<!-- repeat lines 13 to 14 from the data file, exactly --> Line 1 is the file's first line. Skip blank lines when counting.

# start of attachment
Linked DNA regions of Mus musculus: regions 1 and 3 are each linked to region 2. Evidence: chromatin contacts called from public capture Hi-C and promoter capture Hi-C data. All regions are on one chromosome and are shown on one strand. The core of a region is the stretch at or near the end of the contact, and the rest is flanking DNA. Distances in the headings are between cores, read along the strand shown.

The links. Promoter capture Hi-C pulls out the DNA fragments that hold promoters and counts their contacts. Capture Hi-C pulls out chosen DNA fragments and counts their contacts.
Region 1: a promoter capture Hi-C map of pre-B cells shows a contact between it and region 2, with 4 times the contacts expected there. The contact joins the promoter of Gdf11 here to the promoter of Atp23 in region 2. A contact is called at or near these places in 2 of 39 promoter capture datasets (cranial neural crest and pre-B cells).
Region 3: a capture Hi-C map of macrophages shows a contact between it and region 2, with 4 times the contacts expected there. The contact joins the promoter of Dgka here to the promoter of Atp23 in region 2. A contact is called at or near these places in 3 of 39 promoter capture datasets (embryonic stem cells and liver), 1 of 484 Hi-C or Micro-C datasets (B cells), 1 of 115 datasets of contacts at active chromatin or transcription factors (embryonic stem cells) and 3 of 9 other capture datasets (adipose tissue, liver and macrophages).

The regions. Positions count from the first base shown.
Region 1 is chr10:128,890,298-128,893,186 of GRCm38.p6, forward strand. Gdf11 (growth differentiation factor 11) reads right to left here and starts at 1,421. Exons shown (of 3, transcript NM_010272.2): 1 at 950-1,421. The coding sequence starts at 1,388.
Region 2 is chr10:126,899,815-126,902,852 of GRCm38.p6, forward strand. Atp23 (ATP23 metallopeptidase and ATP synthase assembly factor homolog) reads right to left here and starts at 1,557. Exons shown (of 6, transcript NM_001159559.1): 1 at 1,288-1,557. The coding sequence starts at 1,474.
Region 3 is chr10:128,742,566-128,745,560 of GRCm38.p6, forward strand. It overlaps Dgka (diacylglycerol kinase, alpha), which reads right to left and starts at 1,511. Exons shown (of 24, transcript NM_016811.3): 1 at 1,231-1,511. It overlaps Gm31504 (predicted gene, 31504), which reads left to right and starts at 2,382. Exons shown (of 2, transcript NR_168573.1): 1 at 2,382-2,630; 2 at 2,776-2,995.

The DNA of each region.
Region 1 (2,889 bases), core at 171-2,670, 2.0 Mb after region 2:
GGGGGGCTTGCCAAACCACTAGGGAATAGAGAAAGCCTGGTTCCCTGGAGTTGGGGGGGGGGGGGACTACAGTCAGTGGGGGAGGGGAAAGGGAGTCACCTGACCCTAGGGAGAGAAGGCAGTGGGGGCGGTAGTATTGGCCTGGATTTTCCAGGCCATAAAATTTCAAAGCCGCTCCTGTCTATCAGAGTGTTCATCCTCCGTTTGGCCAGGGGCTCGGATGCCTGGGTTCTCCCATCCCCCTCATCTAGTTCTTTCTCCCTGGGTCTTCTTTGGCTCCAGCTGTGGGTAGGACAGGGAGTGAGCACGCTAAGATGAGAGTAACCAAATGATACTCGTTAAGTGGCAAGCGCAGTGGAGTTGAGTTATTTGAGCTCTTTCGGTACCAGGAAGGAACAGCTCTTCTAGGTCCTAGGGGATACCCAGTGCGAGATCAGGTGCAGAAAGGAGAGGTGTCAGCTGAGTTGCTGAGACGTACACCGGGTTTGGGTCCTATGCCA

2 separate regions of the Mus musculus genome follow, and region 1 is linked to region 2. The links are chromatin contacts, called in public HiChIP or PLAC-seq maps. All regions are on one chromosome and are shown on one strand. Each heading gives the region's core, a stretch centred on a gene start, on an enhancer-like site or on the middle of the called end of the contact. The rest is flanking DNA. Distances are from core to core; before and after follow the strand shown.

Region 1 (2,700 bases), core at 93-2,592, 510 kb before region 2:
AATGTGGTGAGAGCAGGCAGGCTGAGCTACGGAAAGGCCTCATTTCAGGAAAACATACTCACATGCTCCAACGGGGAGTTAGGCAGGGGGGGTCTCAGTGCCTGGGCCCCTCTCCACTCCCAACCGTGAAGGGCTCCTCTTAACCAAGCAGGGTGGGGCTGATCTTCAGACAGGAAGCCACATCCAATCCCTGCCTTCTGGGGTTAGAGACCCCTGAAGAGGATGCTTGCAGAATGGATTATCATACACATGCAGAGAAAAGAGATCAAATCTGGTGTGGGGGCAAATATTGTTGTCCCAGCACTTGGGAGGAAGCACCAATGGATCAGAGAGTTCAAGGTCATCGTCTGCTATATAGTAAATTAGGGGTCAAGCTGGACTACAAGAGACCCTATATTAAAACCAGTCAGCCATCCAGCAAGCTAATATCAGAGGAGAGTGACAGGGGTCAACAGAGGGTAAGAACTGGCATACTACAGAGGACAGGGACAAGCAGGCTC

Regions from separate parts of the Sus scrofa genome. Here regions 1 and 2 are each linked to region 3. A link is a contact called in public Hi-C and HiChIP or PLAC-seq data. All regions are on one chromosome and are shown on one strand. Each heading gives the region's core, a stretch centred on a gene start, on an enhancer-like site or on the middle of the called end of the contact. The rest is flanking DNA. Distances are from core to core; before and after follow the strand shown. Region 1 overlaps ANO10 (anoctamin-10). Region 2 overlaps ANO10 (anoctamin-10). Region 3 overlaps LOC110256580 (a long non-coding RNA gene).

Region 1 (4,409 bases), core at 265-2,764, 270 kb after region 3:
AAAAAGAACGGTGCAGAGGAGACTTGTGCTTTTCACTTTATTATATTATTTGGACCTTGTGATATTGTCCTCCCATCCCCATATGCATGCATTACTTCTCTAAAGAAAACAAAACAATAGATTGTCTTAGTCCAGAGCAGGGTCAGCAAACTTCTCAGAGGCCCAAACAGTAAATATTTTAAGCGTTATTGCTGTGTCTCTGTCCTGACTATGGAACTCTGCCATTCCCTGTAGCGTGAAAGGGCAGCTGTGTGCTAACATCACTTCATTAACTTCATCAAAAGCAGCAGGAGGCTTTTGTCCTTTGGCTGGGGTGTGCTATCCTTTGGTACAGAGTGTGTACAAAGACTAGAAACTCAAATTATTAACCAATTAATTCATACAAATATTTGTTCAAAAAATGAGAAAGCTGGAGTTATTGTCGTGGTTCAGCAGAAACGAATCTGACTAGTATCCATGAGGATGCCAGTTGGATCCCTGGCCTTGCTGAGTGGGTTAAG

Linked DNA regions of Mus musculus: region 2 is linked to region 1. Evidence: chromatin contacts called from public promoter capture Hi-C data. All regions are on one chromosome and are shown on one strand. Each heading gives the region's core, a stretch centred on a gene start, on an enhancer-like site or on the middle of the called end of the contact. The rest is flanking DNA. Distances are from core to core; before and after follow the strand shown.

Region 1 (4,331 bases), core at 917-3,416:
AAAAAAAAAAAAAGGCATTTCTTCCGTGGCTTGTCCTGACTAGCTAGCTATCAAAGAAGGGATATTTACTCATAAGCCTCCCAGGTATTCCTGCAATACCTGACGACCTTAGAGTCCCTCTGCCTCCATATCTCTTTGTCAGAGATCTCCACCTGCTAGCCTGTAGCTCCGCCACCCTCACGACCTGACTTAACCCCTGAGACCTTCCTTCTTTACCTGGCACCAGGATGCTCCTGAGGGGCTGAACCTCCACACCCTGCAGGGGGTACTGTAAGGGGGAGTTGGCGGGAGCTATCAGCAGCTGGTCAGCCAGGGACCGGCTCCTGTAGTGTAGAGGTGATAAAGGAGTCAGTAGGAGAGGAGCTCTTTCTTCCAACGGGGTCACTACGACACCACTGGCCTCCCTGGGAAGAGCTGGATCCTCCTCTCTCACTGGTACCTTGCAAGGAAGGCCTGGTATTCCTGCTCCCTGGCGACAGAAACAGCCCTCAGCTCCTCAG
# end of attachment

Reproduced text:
Region 1 (2,700 bases), core at 93-2,592, 510 kb before region 2:
AATGTGGTGAGAGCAGGCAGGCTGAGCTACGGAAAGGCCTCATTTCAGGAAAACATACTCACATGCTCCAACGGGGAGTTAGGCAGGGGGGGTCTCAGTGCCTGGGCCCCTCTCCACTCCCAACCGTGAAGGGCTCCTCTTAACCAAGCAGGGTGGGGCTGATCTTCAGACAGGAAGCCACATCCAATCCCTGCCTTCTGGGGTTAGAGACCCCTGAAGAGGATGCTTGCAGAATGGATTATCATACACATGCAGAGAAAAGAGATCAAATCTGGTGTGGGGGCAAATATTGTTGTCCCAGCACTTGGGAGGAAGCACCAATGGATCAGAGAGTTCAAGGTCATCGTCTGCTATATAGTAAATTAGGGGTCAAGCTGGACTACAAGAGACCCTATATTAAAACCAGTCAGCCATCCAGCAAGCTAATATCAGAGGAGAGTGACAGGGGTCAACAGAGGGTAAGAACTGGCATACTACAGAGGACAGGGACAAGCAGGCTC